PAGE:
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Overexpressed Down Syndrome Cell Adhesion Molecule (DSCAM) Deregulates P21-Activated Kinase (PAK) Activity in an In Vitro Neuronal Model of Down Syndrome: Consequences on Cell Process Formation and Extension

Abstract

In humans, Down syndrome (DS) is caused by the presence of an extra copy of autosome 21. The most striking finding in DS patients is intellectual disability and the onset of Alzheimer’s disease (AD)-like neuropathology in adulthood. Gene overdose is most likely to underlie both developmental impairments, as well as altered neuronal function in DS. Lately, the disruption of cellular signaling and regulatory pathways has been implicated in DS pathophysiology, and many of such pathways may represent common targets for diverse DS-related genes, which could in turn represent attractive therapeutical targets. In this regard, one DS-related gene Down Syndrome Cell Adhesion Molecule (DSCAM), has important functions in neuronal proliferation, maturation, and synaptogenesis. p21-associated kinases (PAKs) appear as a most interesting possibility for study, as DSCAM is known to regulate the PAKs pathway. Hence, in DS, overexpressed DSCAM could deregulate PAKs activity and affect signaling pathways that regulate synaptic plasticity such as dendritic spine dynamics and axon guidance and growth. In the present work, we used an immortalized cell line derived from the cerebral cortex of an animal model of DS such as the trisomy 16 (Ts16) fetal mouse (named CTb), and a similar cell line established from a normal littermate (named CNh), to study the effect of DSCAM in the PAKs pathway. The present study shows that DSCAM is overexpressed in CTb cells by approximately twofold, compared to CNh cells. Congruently, PAK1, as well as its downstream effectors LIMK and cofilin, stay phosphorylated for longer periods after DSCAM activation in the CTb cells, leading to an altered actin dynamics, expressed as an increased basal F/G ratio and reduced neurite growth, in the trisomic condition. The present work presents the correlation between DSCAM gene overexpression and a dysregulation of the PAK pathway, resulting in altered morphological parameters of neuronal plasticity in the trisomic cell line, namely decreased number and length of processes.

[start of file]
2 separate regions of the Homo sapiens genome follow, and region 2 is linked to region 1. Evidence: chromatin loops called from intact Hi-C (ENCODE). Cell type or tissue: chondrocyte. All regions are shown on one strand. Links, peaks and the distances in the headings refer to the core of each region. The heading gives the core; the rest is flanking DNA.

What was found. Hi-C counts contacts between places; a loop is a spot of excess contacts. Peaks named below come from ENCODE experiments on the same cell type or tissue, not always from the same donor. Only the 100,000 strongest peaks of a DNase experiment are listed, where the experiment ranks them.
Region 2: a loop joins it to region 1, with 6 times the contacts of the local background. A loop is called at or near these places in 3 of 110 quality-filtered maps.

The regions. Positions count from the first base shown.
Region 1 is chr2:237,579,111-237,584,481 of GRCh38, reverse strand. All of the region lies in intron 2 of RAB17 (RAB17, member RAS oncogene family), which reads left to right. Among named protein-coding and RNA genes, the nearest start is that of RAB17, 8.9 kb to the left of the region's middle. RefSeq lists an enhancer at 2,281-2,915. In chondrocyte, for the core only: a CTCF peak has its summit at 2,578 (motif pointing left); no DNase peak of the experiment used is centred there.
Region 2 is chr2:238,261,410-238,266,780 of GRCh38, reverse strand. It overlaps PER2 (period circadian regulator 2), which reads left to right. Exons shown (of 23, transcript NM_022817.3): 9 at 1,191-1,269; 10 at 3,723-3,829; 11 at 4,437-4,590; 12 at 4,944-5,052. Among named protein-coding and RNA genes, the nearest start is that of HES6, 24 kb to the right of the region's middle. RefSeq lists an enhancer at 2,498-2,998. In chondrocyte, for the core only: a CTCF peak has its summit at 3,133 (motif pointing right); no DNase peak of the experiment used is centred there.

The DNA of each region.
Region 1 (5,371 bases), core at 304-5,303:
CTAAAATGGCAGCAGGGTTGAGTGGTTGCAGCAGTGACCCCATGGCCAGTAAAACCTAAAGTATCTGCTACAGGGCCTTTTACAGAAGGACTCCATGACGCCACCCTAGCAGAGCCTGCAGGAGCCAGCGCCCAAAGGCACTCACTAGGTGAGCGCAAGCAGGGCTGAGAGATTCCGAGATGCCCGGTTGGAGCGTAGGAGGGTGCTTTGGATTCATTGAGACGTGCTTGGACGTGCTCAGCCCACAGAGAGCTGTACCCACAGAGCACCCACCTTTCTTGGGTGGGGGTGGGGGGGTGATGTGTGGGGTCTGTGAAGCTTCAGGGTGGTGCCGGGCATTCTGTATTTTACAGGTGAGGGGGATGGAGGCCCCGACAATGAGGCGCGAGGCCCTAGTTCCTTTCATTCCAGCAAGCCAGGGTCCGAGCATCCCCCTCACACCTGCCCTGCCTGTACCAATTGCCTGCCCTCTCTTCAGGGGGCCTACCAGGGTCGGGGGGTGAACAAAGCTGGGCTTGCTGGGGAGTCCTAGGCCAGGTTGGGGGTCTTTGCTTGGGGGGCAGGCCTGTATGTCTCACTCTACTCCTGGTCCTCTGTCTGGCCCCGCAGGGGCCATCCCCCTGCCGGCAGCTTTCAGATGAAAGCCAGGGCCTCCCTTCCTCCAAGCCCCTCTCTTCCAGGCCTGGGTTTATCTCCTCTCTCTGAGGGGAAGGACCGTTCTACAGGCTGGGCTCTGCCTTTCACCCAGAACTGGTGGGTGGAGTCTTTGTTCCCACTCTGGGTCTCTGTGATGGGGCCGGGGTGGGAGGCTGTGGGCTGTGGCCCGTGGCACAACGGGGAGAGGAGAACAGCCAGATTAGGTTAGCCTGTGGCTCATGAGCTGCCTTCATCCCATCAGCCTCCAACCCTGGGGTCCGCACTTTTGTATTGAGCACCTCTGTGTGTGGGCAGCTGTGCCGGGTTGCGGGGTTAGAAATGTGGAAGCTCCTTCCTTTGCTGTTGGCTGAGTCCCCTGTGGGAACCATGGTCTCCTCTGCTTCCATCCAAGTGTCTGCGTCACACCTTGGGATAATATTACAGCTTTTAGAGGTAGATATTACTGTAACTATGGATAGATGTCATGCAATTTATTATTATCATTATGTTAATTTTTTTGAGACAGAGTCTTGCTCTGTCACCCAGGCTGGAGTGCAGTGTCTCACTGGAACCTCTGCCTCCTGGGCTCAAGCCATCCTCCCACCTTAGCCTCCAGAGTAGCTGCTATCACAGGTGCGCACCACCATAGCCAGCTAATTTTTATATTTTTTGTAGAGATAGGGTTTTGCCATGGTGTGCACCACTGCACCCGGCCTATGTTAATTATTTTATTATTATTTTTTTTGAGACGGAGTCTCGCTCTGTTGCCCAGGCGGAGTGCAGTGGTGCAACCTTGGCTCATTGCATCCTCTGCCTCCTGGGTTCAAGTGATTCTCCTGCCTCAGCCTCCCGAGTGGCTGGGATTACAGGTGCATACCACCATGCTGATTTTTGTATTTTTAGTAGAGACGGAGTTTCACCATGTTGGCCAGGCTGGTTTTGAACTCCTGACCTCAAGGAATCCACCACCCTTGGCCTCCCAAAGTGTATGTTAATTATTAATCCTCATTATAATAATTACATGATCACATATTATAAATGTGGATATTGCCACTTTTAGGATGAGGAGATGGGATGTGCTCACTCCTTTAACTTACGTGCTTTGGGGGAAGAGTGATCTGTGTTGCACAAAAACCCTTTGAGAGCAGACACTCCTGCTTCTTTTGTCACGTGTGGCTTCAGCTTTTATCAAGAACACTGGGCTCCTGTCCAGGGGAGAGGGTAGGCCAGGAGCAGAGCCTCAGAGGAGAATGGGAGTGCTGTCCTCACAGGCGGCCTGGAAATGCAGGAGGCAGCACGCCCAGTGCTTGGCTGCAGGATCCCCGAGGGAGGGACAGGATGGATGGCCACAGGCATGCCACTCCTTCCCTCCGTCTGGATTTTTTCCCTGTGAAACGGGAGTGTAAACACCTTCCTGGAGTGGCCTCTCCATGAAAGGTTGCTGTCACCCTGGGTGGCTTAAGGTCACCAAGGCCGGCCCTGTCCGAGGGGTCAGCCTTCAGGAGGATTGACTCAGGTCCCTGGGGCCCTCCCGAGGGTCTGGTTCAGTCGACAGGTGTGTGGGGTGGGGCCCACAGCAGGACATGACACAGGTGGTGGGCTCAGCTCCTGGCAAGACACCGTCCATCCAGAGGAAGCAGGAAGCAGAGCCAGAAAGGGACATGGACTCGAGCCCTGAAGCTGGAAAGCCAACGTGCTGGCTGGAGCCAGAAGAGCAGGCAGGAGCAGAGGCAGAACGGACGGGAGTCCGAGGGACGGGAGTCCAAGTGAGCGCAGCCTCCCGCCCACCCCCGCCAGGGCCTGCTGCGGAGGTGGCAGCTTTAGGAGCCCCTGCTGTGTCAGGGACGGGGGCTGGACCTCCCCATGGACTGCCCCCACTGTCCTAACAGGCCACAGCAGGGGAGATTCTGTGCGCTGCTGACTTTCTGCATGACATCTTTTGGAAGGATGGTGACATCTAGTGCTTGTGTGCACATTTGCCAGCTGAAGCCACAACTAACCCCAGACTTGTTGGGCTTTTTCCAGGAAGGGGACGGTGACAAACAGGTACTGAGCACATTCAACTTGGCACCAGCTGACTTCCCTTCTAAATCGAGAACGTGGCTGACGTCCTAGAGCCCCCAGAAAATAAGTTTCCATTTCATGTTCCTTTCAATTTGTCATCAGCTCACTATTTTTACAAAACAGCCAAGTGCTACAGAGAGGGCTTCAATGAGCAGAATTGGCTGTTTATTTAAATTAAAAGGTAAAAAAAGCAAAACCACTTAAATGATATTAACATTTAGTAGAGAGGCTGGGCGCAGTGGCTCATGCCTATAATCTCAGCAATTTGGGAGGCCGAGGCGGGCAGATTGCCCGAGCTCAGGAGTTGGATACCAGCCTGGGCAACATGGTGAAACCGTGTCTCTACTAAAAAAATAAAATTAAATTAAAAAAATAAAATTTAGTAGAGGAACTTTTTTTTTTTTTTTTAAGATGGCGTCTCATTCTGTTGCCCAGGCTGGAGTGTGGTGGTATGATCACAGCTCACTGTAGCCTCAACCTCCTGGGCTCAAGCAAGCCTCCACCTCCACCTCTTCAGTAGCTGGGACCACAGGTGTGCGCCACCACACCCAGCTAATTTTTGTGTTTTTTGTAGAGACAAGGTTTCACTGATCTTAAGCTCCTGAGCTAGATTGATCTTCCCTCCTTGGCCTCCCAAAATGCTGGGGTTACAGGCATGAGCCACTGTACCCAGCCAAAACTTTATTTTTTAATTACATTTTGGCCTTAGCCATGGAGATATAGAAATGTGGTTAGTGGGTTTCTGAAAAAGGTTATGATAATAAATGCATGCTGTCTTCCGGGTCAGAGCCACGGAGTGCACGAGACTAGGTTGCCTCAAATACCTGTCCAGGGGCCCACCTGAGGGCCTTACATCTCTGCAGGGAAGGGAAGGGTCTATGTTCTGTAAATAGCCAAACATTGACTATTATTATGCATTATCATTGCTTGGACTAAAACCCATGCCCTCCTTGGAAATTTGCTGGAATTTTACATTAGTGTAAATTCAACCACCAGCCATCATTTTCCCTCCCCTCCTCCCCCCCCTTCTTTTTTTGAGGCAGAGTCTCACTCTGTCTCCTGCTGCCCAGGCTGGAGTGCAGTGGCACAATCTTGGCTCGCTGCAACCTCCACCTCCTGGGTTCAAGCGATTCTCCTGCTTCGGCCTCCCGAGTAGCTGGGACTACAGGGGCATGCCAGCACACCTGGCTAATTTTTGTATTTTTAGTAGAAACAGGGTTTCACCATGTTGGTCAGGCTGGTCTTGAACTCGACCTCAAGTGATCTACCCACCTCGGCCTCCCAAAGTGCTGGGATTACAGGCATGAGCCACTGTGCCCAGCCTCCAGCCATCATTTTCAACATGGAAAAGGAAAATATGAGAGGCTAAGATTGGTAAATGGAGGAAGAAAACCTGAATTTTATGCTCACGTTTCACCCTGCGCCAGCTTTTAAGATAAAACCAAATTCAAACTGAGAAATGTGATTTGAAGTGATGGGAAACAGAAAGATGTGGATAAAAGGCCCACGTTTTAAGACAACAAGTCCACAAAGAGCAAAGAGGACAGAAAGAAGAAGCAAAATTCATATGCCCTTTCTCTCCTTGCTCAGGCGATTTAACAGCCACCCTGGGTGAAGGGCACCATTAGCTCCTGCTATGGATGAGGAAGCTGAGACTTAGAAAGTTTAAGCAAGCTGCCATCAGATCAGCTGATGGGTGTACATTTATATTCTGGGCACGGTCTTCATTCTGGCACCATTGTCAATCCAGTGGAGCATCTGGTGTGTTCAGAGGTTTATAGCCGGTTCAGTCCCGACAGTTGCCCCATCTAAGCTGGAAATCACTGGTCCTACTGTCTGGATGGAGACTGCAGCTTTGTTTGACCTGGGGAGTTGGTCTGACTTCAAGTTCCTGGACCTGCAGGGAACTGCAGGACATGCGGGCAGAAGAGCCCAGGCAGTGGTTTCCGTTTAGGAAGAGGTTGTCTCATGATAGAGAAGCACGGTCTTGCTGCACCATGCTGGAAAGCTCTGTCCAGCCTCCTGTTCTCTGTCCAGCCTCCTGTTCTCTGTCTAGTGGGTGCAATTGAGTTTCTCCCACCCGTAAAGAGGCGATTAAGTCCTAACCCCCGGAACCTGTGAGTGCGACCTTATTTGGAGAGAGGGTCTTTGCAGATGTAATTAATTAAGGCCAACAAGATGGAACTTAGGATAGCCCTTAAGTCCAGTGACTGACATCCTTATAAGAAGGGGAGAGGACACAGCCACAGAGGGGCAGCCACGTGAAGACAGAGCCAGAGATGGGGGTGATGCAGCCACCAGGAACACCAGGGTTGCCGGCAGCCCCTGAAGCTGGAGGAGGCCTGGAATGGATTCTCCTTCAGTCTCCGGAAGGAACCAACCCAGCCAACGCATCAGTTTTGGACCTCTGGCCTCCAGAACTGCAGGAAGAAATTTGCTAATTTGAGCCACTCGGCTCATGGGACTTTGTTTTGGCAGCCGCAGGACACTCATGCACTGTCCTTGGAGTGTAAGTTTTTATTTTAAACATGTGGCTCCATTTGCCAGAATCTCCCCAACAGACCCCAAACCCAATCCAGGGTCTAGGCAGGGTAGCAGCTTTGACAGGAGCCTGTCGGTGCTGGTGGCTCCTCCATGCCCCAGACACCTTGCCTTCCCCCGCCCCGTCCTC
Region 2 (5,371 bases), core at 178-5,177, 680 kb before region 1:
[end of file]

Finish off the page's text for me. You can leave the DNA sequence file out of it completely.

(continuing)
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Acknowledgments

This work was funded by Fondecyt Grant #1130241 (Chile) to PC, and by The Fondation pour la Recherche sur le Cerveau (FRC) and the Fondation Jérôme Lejeune (J-V. B., France). PC holds patent protection for the CNh and CTb cell lines.

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Correspondence to Pablo Caviedes MD, PhD.

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Pérez-Núñez, R., Barraza, N., Gonzalez-Jamett, A. et al. Overexpressed Down Syndrome Cell Adhesion Molecule (DSCAM) Deregulates P21-Activated Kinase (PAK) Activity in an In Vitro Neuronal Model of Down Syndrome: Consequences on Cell Process Formation and Extension. Neurotox Res 30, 76–87 (2016). https://doi.org/10.1007/s12640-016-9613-9

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Keywords

  • P21-activated kinases
  • Trisomy 21
  • Down syndrome
  • DSCAM